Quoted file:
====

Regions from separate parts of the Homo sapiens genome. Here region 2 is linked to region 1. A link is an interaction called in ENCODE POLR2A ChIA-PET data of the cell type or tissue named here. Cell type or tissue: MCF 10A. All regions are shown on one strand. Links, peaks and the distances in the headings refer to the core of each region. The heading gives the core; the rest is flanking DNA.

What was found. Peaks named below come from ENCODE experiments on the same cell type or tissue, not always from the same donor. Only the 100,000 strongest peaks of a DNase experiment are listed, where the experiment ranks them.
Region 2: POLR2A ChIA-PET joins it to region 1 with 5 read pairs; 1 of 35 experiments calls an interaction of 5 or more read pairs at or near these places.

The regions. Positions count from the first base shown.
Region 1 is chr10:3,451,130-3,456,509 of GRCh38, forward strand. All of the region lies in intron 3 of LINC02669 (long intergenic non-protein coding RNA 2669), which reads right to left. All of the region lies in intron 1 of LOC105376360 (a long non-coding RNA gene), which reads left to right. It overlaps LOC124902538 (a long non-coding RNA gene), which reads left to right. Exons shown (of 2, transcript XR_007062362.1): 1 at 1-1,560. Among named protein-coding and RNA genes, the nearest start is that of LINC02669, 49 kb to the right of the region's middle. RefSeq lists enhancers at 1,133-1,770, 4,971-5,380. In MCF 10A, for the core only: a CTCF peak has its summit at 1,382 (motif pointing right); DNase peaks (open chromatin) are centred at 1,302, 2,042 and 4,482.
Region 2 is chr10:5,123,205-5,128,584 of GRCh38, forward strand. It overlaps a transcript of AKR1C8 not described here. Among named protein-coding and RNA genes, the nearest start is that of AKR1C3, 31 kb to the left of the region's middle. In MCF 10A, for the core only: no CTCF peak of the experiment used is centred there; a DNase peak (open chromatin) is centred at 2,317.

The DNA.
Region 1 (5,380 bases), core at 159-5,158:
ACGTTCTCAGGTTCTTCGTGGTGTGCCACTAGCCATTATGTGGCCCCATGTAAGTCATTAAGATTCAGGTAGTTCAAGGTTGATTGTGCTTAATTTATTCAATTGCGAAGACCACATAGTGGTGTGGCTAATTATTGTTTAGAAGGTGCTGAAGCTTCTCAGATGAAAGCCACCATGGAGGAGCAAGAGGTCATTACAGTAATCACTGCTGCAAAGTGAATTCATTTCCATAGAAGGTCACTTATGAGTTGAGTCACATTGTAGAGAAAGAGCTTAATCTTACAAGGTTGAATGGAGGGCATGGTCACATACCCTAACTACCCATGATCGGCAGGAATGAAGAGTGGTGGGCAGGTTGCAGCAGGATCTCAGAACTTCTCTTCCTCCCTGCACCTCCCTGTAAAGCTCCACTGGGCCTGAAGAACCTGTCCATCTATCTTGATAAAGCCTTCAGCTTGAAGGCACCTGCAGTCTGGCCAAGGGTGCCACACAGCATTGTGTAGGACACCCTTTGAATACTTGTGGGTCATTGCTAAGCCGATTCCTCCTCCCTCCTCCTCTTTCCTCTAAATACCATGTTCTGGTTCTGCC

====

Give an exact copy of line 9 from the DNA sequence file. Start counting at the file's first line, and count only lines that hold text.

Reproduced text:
ACGTTCTCAGGTTCTTCGTGGTGTGCCACTAGCCATTATGTGGCCCCATGTAAGTCATTAAGATTCAGGTAGTTCAAGGTTGATTGTGCTTAATTTATTCAATTGCGAAGACCACATAGTGGTGTGGCTAATTATTGTTTAGAAGGTGCTGAAGCTTCTCAGATGAAAGCCACCATGGAGGAGCAAGAGGTCATTACAGTAATCACTGCTGCAAAGTGAATTCATTTCCATAGAAGGTCACTTATGAGTTGAGTCACATTGTAGAGAAAGAGCTTAATCTTACAAGGTTGAATGGAGGGCATGGTCACATACCCTAACTACCCATGATCGGCAGGAATGAAGAGTGGTGGGCAGGTTGCAGCAGGATCTCAGAACTTCTCTTCCTCCCTGCACCTCCCTGTAAAGCTCCACTGGGCCTGAAGAACCTGTCCATCTATCTTGATAAAGCCTTCAGCTTGAAGGCACCTGCAGTCTGGCCAAGGGTGCCACACAGCATTGTGTAGGACACCCTTTGAATACTTGTGGGTCATTGCTAAGCCGATTCCTCCTCCCTCCTCCTCTTTCCTCTAAATACCATGTTCTGGTTCTGCC